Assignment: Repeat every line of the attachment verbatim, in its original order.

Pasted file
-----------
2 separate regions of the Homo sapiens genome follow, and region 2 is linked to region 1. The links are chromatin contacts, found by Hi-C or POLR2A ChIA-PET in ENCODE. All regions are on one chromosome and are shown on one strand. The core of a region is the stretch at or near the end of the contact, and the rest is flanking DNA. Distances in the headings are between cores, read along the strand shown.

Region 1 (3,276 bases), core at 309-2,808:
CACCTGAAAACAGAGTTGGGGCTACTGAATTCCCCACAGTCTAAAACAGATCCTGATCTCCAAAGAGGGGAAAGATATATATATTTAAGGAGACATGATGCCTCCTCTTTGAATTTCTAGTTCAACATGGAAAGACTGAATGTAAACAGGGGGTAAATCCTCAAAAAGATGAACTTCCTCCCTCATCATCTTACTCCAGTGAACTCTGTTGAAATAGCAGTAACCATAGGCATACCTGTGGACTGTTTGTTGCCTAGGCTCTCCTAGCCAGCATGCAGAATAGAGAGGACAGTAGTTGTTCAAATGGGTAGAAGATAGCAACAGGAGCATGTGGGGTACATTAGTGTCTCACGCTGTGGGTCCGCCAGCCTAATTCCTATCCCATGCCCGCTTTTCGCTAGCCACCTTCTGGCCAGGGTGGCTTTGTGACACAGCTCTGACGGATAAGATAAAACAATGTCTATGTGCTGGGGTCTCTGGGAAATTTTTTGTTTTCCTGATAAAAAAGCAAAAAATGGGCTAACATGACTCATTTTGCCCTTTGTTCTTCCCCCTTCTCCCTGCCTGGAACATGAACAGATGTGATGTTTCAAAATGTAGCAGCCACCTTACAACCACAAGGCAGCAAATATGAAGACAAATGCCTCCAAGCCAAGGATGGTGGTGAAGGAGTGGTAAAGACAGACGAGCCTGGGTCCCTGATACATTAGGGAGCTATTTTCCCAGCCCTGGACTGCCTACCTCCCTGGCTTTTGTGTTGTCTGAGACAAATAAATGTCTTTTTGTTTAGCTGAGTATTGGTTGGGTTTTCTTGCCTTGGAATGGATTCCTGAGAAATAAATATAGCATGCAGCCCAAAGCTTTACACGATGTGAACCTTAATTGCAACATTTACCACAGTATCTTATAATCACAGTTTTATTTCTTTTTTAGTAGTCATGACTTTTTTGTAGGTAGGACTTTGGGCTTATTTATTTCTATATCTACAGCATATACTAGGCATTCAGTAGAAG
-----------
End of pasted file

2 separate regions of the Homo sapiens genome follow, and region 2 is linked to region 1. The links are chromatin contacts, found by Hi-C or POLR2A ChIA-PET in ENCODE. All regions are on one chromosome and are shown on one strand. The core of a region is the stretch at or near the end of the contact, and the rest is flanking DNA. Distances in the headings are between cores, read along the strand shown.

Region 1 (3,276 bases), core at 309-2,808:
CACCTGAAAACAGAGTTGGGGCTACTGAATTCCCCACAGTCTAAAACAGATCCTGATCTCCAAAGAGGGGAAAGATATATATATTTAAGGAGACATGATGCCTCCTCTTTGAATTTCTAGTTCAACATGGAAAGACTGAATGTAAACAGGGGGTAAATCCTCAAAAAGATGAACTTCCTCCCTCATCATCTTACTCCAGTGAACTCTGTTGAAATAGCAGTAACCATAGGCATACCTGTGGACTGTTTGTTGCCTAGGCTCTCCTAGCCAGCATGCAGAATAGAGAGGACAGTAGTTGTTCAAATGGGTAGAAGATAGCAACAGGAGCATGTGGGGTACATTAGTGTCTCACGCTGTGGGTCCGCCAGCCTAATTCCTATCCCATGCCCGCTTTTCGCTAGCCACCTTCTGGCCAGGGTGGCTTTGTGACACAGCTCTGACGGATAAGATAAAACAATGTCTATGTGCTGGGGTCTCTGGGAAATTTTTTGTTTTCCTGATAAAAAAGCAAAAAATGGGCTAACATGACTCATTTTGCCCTTTGTTCTTCCCCCTTCTCCCTGCCTGGAACATGAACAGATGTGATGTTTCAAAATGTAGCAGCCACCTTACAACCACAAGGCAGCAAATATGAAGACAAATGCCTCCAAGCCAAGGATGGTGGTGAAGGAGTGGTAAAGACAGACGAGCCTGGGTCCCTGATACATTAGGGAGCTATTTTCCCAGCCCTGGACTGCCTACCTCCCTGGCTTTTGTGTTGTCTGAGACAAATAAATGTCTTTTTGTTTAGCTGAGTATTGGTTGGGTTTTCTTGCCTTGGAATGGATTCCTGAGAAATAAATATAGCATGCAGCCCAAAGCTTTACACGATGTGAACCTTAATTGCAACATTTACCACAGTATCTTATAATCACAGTTTTATTTCTTTTTTAGTAGTCATGACTTTTTTGTAGGTAGGACTTTGGGCTTATTTATTTCTATATCTACAGCATATACTAGGCATTCAGTAGAAG